Across taxa, individuals vary in how far they disperse, with most individuals staying close to their origin and fewer dispersing long distances. Costs associated with dispersal (e.g., energy, risk) are widely believed to trade off with benefits (e.g., reduced competition, increased reproductive success) to influence dispersal propensity. However, this framework has not been applied to understand variation in dispersal distance, which is instead generally attributed to extrinsic environmental factors. We alternatively hypothesized that variation in dispersal distances results from trade-offs associated with other aspects of locomotor performance. We tested this hypothesis in the stream salamander Gyrinophilus porphyriticus and found that salamanders that dispersed farther in the field had longer forelimbs but swam at slower velocities under experimental conditions. The reduced swimming performance of long-distance dispersers likely results from drag imposed by longer forelimbs. Longer forelimbs may facilitate moving longer distances, but the proximate costs associated with reduced swimming performance may help to explain the rarity of long-distance dispersal. The historical focus on environmental drivers of dispersal distances misses the importance of individual traits and associated trade-offs among traits affecting locomotion.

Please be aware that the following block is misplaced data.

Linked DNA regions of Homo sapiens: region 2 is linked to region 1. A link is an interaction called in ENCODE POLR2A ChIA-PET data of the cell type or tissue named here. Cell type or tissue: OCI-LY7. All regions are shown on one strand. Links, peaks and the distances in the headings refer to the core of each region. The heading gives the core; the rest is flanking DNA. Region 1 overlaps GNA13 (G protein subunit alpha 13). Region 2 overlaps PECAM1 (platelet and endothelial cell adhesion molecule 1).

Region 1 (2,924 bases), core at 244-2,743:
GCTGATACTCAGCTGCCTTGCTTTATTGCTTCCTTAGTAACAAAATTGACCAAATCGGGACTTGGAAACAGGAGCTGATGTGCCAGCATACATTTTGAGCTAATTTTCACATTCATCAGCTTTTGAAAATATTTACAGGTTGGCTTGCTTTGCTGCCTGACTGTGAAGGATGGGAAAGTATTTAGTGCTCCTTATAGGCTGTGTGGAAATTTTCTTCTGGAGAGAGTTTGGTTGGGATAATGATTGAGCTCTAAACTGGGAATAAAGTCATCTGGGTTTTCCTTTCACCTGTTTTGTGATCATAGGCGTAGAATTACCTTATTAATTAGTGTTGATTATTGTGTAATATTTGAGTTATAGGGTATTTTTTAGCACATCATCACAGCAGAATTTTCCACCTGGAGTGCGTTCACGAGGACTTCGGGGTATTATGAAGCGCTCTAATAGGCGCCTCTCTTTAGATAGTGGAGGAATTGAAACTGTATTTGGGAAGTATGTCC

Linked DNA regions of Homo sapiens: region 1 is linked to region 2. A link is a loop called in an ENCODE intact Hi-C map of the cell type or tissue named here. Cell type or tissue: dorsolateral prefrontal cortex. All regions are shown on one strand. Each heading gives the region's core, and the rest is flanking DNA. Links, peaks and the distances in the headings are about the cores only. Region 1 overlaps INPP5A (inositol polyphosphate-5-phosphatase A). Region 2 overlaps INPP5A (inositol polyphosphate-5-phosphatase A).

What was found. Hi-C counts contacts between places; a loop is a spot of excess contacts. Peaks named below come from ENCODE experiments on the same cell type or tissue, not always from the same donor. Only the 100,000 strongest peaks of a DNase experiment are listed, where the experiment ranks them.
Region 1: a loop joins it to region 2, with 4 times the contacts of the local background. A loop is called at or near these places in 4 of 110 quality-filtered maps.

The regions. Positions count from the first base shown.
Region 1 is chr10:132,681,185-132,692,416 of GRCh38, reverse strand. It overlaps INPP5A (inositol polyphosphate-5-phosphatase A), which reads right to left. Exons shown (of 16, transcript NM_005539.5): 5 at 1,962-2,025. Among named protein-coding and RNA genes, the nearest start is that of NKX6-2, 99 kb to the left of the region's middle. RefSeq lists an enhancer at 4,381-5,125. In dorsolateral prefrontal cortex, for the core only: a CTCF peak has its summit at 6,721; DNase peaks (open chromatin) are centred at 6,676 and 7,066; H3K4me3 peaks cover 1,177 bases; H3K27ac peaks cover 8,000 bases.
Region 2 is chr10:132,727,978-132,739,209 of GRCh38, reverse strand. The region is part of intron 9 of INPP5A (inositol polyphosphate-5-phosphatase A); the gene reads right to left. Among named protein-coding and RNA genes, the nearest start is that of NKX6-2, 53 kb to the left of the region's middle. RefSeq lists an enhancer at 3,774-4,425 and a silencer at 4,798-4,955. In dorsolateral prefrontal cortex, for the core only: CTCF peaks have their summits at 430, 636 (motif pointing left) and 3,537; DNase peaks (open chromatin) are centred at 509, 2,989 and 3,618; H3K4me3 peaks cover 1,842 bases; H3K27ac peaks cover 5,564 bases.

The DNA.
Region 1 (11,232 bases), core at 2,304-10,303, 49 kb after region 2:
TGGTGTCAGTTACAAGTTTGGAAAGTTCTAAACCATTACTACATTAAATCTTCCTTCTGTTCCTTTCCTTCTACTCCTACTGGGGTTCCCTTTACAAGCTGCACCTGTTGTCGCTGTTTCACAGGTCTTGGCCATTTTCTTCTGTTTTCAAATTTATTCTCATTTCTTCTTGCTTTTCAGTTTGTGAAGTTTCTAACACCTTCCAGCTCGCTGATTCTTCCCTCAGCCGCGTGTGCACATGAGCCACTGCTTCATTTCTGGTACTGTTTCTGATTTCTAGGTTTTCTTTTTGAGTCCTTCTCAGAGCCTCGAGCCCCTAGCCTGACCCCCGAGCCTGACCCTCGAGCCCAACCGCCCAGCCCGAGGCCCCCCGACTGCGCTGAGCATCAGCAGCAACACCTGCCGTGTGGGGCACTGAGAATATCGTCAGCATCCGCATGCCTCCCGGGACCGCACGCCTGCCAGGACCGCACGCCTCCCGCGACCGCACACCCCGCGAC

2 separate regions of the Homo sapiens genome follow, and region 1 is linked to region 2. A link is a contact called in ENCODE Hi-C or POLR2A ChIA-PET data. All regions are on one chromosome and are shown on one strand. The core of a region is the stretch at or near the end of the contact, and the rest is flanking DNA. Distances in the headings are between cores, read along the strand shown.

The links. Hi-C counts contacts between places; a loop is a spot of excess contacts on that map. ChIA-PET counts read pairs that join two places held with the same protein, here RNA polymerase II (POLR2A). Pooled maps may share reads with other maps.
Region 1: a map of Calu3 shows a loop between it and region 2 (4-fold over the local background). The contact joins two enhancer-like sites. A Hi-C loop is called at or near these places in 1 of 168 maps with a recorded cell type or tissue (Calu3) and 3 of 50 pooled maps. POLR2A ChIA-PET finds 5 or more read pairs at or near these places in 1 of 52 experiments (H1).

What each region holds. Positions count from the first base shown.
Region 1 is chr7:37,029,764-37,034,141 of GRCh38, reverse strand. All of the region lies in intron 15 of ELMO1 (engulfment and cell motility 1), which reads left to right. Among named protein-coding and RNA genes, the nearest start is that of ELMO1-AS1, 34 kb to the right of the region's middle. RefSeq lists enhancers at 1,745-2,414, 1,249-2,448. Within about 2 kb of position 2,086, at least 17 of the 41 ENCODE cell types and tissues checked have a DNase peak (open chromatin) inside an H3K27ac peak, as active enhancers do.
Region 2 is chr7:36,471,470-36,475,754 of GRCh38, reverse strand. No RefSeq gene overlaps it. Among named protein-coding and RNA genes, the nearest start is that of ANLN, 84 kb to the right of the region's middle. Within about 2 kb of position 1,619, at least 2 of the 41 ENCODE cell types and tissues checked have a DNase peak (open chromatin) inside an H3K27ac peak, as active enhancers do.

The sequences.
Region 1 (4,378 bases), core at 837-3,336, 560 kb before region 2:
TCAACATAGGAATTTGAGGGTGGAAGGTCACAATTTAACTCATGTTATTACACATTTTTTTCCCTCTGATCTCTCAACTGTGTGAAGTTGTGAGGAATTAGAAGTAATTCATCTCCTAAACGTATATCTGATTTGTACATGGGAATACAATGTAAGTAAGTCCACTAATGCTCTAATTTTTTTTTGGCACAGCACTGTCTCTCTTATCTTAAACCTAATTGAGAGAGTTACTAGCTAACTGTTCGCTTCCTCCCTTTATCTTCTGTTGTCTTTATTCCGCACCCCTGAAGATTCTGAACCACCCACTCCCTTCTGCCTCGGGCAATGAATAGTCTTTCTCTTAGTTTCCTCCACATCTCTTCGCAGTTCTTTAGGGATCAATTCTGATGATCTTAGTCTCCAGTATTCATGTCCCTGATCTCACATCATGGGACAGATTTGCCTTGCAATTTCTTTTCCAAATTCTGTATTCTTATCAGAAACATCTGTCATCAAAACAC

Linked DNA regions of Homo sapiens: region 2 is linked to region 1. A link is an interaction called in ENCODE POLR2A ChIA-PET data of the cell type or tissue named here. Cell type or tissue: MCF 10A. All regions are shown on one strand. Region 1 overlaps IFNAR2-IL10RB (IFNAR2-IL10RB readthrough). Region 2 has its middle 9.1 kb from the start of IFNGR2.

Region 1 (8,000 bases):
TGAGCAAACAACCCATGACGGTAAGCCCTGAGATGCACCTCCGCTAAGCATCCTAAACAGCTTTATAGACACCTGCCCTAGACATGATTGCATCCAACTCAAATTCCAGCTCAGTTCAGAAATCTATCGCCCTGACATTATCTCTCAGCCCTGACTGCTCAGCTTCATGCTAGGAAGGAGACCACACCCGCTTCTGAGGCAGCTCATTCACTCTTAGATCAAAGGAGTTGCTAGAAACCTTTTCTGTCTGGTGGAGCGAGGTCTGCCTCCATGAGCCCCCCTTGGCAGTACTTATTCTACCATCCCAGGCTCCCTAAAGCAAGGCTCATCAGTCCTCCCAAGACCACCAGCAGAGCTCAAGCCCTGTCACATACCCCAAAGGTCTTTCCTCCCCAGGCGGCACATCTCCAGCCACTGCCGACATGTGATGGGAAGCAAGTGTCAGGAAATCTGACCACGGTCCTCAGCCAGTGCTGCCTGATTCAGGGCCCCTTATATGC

- dispersal distance
- plethodontid salamanders